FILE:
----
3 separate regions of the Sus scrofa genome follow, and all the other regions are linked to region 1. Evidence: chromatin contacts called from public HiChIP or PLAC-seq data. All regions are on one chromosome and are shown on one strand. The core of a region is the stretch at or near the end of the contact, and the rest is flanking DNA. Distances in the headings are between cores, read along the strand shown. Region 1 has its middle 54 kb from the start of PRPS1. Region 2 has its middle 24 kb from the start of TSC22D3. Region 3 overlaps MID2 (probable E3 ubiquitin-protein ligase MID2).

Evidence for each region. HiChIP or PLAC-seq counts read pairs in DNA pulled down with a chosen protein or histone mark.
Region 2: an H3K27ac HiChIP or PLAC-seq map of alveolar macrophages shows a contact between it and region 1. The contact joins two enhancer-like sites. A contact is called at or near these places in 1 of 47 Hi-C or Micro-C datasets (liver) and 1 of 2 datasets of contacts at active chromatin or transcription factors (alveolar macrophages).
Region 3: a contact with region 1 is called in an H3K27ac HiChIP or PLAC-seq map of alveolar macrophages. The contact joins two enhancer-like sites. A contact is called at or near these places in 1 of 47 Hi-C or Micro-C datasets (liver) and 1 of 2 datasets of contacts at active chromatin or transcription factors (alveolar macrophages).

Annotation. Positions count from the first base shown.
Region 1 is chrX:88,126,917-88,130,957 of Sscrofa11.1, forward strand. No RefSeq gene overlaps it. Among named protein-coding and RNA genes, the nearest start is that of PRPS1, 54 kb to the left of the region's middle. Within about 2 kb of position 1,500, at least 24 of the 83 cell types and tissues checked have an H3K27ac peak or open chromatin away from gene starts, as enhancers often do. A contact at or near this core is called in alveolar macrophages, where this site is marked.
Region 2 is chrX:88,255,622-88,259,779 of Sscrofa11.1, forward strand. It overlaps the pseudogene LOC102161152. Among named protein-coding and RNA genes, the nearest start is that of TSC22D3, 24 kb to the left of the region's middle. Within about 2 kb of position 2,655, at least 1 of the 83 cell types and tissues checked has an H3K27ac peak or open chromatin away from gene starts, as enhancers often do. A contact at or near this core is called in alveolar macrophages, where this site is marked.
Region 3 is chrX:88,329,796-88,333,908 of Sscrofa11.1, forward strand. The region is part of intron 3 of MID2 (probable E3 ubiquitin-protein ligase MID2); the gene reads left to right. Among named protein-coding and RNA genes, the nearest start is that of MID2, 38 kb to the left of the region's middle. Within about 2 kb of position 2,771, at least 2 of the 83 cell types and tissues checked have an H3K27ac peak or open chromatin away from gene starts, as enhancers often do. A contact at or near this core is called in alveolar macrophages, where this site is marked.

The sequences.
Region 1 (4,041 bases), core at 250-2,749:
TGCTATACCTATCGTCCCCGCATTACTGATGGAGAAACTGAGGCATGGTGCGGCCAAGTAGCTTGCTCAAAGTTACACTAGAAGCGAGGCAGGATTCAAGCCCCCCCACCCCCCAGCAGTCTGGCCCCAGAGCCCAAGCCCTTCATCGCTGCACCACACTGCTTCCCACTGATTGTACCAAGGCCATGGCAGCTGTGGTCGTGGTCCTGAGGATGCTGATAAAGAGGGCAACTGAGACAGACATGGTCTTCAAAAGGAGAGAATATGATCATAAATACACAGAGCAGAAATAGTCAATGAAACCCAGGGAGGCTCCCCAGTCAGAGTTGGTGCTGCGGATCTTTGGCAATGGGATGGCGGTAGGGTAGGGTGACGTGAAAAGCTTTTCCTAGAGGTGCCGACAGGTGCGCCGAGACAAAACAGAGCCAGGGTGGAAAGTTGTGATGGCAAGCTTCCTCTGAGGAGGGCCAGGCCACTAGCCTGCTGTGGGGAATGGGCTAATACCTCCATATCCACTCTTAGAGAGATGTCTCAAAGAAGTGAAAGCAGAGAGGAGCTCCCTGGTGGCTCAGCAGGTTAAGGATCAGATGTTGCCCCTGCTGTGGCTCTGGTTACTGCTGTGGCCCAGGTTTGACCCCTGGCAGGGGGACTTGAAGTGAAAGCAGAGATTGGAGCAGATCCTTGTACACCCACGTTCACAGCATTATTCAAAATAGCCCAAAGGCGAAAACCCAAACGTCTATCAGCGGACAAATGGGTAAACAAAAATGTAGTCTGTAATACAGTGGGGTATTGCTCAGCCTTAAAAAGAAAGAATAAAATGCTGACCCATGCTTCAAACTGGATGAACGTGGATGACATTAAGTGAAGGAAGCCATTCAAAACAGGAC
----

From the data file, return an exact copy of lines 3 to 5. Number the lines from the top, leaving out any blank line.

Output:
Region 2: an H3K27ac HiChIP or PLAC-seq map of alveolar macrophages shows a contact between it and region 1. The contact joins two enhancer-like sites. A contact is called at or near these places in 1 of 47 Hi-C or Micro-C datasets (liver) and 1 of 2 datasets of contacts at active chromatin or transcription factors (alveolar macrophages).
Region 3: a contact with region 1 is called in an H3K27ac HiChIP or PLAC-seq map of alveolar macrophages. The contact joins two enhancer-like sites. A contact is called at or near these places in 1 of 47 Hi-C or Micro-C datasets (liver) and 1 of 2 datasets of contacts at active chromatin or transcription factors (alveolar macrophages).

Annotation. Positions count from the first base shown.